Americans have been heralding the arrival of soccer as a major sport — and America as a major soccer power — for, let's see. . .

Well, this was written in 2005: "Thirty years ago today, the world's greatest player landed in New York. Soccer was suddenly the hottest ticket in town."  For those of you who need math help, it was 1975 when Pele came here to revolutionize soccer in America and to inspire a new generation of young soccer players.

You know the sports palaver that follows: "Kids will start playing soccer as their major sport, like in Europe, South America, even Africa. How long will it be before we match up with the best teams in the world?  And American fans are 100 percent behind us!"

Well, the U.S. was eliminated from the 2014 World Cup in the round of 16, losing in overtime 2-1. But pundits are the opposite of discouraged

World Cups have been growing in popularity among Americans for some time, but this tournament has felt different. Explanations for the surge vary, with some pointing to Brazil’s time zone being favorable for American viewers, especially compared to South Africa four years ago.

Say, how did we do in the 2010 Cup in South Africa?  The United States was eliminated in the round of 16 in overtime by a score of 2-1 at that World Cup. Sound familiar?  Now we hear the recommendations that Americans find or develop some game-changing strikers. Pardon me — why haven't we found such a player in the last four years?

Duly heralded was the outstanding performance by American goalie Tim Howard, who made 16 saves, a World Cup record. But do commentators realize why he had so many saves?  Howard had to save so many shots so that the U.S. would only lose by a little. Do you want to hear another impressive record? Belgium's 38 shots tied for fourth most since 1966 and is the most shots taken since 1974 in the World Cup.

The U.S. match with Belgium was completely one-sided. The Belgians spent the entire game on the U.S. side of the pitch, with the U.S. taking 14 shots against the Belgians' 38.  The U.S. not only didn't score in regulation time in their elimination match, they didn't score a goal against Germany in the prior match (they lost 1-0) that, due to statistical complexities, got the U.S. into the final 16. Three hours running up and down the pitch wih nary a goal!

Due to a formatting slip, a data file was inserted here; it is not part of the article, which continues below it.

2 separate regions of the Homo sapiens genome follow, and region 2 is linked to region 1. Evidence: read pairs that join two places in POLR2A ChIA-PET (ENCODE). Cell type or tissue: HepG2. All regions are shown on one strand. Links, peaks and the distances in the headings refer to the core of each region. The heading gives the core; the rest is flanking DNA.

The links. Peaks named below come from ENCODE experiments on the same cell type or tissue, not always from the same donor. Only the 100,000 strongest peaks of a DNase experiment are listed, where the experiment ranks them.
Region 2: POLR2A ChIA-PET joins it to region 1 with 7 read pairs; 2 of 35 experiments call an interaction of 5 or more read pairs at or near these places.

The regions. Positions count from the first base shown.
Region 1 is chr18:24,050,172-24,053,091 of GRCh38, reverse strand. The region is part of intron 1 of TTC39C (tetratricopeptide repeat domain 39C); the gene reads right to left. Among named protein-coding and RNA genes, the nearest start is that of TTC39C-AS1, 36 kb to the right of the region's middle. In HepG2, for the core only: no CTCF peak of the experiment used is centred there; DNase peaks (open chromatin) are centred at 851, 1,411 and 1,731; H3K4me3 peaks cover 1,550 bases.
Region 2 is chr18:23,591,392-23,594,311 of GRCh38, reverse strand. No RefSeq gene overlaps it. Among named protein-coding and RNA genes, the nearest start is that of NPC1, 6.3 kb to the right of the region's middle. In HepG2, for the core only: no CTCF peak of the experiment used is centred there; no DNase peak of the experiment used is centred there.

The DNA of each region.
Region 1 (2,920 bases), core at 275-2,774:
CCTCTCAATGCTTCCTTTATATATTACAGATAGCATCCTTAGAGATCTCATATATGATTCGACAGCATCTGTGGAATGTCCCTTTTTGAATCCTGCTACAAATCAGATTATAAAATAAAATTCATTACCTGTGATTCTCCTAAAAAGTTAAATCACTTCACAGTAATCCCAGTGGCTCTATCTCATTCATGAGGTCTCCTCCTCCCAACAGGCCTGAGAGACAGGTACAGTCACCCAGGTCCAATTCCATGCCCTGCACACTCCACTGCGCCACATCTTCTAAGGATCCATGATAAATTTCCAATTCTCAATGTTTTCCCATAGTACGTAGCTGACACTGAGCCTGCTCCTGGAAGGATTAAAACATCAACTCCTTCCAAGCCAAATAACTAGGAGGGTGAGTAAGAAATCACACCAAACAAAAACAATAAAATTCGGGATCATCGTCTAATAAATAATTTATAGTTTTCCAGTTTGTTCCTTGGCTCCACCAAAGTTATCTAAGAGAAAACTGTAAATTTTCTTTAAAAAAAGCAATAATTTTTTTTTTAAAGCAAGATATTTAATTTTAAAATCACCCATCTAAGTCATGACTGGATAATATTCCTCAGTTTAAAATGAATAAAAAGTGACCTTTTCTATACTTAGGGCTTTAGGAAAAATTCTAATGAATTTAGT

By the way, do you know what Belgium's population is, compared with the 300,000,000 or so people who live here?  Eleven million.  Wouldn't you want to root for that tiny country just on the grounds of underdog sportsmanship? And that's not the worst of it. Costa Rica also advanced to the quarter finals. CR's population? Five million.

So, tell me, who are you rooting for Saturday in the match between Costa Rica and the Netherlands, that behemoth of 17 million people?  Tell me, if a nation of five million people like Costa Rica played against one with 300 million people, which would you root for?

Just asking.

Stanton Peele has been empowering people around addiction since writing, with Archie Brodsky, Love and Addiction in 1975. He has developed the on-line Life Process Program. His new book (written with Ilse Thompson) is Recover! Stop Thinking Like an Addict with The PERFECT Program.  You can follow Stanton on Twitter and Facebook.

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